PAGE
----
Adoptive mom Marrero to receive award for volunteer work
By Kyle Peveto
Advocate staff writer
September 22, 2012
When 7-year-old Christian Marrero was asked if he could define adoption, the blond-haired boy had a quick answer.
“Adoption is being loved,” he said.
Christopher was adopted at birth by Robin and Hugo Marrero, who have chosen to tell him from a young age they were not his biological parents. But they never knew how much he understood.
“Did he really understand what adoption was?” said Robin Marrero. “He just knows it is being loved. It was perfect. We had tears in our eyes when he said that, because he said it so well.”
Robin Marrero, the mother of Christian and another adopted child, 15-month-old Michael, will receive an Angels in Adoption Award on Wednesday from the Congressional Coalition on Adoption Institute.
In addition to adopting two children, she has also volunteered for years with the St. Elizabeth Foundation, a nonprofit Baton Rouge adoption agency. When the foundation was without a licensed clinical social worker, Marrero filled in for a part-time role that became more of a full-time job. She directed placement of children and counseled birth mothers through the difficult process in addition to operating her own private social work practice.
The St. Elizabeth Foundation and U.S. Rep. Bill Cassidy of Baton Rouge nominated Marrero for the honor.
“Talking about Robin brings tears to my eyes,” said Terri James Casso, the director of the St. Elizabeth Foundation who nominated Marrero. “She is an amazingly talented counselor in her private practice. What she does here, she does from her heart.”
Marrero had just adopted Christian three years earlier when the foundation needed help in 2008.
“I was glad to do it,” she said. “I had this beautiful little boy, and I couldn’t not do it.”
By the time they adopted Christian, the Marreros had tried to have children for 10 years, Robin Marrero said. In addition to their own full-time jobs — he was a financial planner and she was a social worker — they owned Mount Hope Plantation on Highland Road, which they ran as a bed and breakfast.
They sold the plantation house in 2002 to prepare for starting a family. They decided to stop infertility treatments, Robin Marrero said, and commit to adoption, knowing they could not afford to do both. Making the decision to stop trying to have a biological child was difficult, she said.
“We both went through a grieving process,” she said. “You envision that you will be able to have your own children. I’m not going to have a child who looks like me and acts like me. You go through some sadness after that.”
In February 2005 they applied with the St. Elizabeth Foundation, and in June, Christian was born.
In the years after his adoption, St. Elizabeth was in need of help. The foundation’s number of adoption placements had fallen, causing its staff to shrink.
“There is a little bit of an ebb and flow in the number of women who will have adoptions,” Marrero said. “We don’t know what it is. We wish we did, because we could certainly work around it if we did.”
As Marrero worked with the former director, Lillie Gallagher, the placements began to rise. In time the foundation added staff, but Marrero continued working.
“I think you would have to build your family by adoption to feel the commitment Robin feels,” Casso said. “Without this program they could not be parents. They are extremely grateful, and as a result, they are generous with their talents.”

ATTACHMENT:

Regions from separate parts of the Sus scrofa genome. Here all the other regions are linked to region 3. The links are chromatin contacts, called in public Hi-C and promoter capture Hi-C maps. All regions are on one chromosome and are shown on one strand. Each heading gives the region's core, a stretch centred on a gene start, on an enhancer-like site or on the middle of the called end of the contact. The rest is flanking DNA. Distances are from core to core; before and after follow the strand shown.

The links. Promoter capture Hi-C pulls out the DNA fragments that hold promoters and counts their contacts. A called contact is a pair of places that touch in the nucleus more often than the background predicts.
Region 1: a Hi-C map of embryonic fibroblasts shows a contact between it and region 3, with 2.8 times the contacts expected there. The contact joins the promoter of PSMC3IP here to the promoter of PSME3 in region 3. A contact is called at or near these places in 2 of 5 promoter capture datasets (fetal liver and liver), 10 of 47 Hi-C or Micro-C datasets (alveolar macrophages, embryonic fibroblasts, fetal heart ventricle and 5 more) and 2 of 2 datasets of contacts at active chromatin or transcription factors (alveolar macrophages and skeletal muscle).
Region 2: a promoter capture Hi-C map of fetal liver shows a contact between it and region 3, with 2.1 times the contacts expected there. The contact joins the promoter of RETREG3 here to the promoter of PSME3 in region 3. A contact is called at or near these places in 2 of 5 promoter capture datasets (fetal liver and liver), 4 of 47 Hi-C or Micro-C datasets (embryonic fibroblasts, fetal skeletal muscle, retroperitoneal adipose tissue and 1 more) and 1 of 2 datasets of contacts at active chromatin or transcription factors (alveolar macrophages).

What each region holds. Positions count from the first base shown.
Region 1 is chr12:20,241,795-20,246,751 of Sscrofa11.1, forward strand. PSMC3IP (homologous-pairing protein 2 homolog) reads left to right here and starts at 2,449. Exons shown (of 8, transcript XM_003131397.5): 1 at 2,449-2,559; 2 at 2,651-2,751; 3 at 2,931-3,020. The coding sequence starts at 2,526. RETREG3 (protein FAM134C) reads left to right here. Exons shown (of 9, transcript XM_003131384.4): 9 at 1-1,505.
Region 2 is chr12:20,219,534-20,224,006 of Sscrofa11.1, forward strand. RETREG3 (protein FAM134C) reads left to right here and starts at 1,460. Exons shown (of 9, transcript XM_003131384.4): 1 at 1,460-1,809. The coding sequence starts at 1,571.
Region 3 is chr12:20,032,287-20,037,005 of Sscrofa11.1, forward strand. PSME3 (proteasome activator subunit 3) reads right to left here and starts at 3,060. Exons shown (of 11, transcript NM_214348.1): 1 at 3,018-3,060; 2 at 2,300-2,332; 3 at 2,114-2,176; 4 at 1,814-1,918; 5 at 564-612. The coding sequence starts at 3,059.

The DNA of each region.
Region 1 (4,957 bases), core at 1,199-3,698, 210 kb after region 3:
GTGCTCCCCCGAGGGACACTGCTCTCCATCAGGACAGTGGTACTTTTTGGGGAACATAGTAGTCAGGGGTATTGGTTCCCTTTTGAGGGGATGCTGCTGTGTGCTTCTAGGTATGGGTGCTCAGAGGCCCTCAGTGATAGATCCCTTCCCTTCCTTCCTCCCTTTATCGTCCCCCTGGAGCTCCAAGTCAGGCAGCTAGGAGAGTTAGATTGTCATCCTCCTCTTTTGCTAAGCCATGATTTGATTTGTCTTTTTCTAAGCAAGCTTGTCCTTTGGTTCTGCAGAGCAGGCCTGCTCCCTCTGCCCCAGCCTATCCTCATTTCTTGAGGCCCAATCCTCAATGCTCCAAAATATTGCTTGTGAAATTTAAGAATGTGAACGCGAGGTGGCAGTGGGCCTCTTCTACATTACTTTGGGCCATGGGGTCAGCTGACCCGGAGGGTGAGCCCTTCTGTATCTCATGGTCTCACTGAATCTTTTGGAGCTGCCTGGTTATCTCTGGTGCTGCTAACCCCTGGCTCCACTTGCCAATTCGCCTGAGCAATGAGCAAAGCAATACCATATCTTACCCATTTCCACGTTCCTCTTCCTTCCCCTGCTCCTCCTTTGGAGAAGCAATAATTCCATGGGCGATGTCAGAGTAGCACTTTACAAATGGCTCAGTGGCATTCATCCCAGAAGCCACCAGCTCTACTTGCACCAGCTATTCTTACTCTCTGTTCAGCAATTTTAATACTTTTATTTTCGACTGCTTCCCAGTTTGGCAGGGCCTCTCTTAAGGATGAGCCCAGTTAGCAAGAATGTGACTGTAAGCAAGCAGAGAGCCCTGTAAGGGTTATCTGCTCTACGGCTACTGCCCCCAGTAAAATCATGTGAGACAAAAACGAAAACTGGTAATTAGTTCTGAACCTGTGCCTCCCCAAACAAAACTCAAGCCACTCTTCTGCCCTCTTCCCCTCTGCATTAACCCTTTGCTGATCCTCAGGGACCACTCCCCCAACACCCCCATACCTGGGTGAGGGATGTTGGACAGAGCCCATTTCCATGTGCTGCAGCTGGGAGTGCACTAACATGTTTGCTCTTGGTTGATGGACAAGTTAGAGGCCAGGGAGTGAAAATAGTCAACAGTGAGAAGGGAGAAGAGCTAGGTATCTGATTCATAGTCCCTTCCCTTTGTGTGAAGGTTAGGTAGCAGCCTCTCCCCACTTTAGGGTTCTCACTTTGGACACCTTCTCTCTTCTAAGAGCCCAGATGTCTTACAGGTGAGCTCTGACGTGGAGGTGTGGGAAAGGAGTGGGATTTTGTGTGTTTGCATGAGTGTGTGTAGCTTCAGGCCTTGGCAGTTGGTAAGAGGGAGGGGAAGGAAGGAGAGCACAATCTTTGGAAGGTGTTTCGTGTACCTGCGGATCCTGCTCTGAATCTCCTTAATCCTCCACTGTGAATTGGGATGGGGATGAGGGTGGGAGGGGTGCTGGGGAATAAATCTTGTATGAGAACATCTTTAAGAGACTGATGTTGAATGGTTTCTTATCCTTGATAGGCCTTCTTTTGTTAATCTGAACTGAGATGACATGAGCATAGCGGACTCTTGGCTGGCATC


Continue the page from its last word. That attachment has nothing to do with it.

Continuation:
Christian, an active boy who loves playing golf and riding his bike, constantly hangs around the St. Elizabeth office with his mother. Seeing the adoption process has likely helped him understand what it means to be adopted, Marrero said.
“He had seen someone pregnant, and he asked if he was inside my tummy,” she said. “I explained to him that ‘Momma had a bo-bo in her tummy and someone else very special carried you.’”
Seeing his younger brother added to the family has helped, too.
As Christian grew, they wanted him to have a sibling. Because she worked so closely with the foundation, Marrero sought an adoption through another channel — an identified adoption. Through a friend, Marrero found a woman who wanted them to adopt her child. Marrero and her husband were heartbroken when she lost the baby late in pregnancy.
“When that identified adoption fell through, I really didn’t think I wanted to try again,” Marrero said.
Their family was on vacation during Easter 2011 when the St. Elizabeth Foundation called about a mother who had not connected with anyone they tried as a possible match. Because Marrero had not counseled her — they had not even met — there were no ethical or legal problems with the adoption.
The mother wanted her son to have an older brother and grow up in a Catholic family — describing the Marreros perfectly. Marrero was able to go to doctor’s appointments with the mother and get to know her before Michael was born.
“It was just such a blessing,” Marrero said. “We were so thrilled.”
Both of her adoptions are open, so the birth mother can remain in contact with her child. Marrero will meet with her children’s birth mothers regularly and send them emails and photos of the boys. While Marrero said she believes the open adoptions are healthy for the children and adults involved, it remains difficult.
“The funny thing about adoption is it’s really bittersweet for everybody,” Marrero said. “There’s always some sadness involved for (the birth mother) because even though they know they’re doing the right thing for their child, they’re still sad they’re not parenting. It’s a little bit sad for adopting parents because it’s hard to be on the receiving end because the birth mother has such sadness.”
But the sadness gives way to joy.
“I feel blessed at the same time that I get to parent these boys,” Marrero said. “It’s bittersweet.”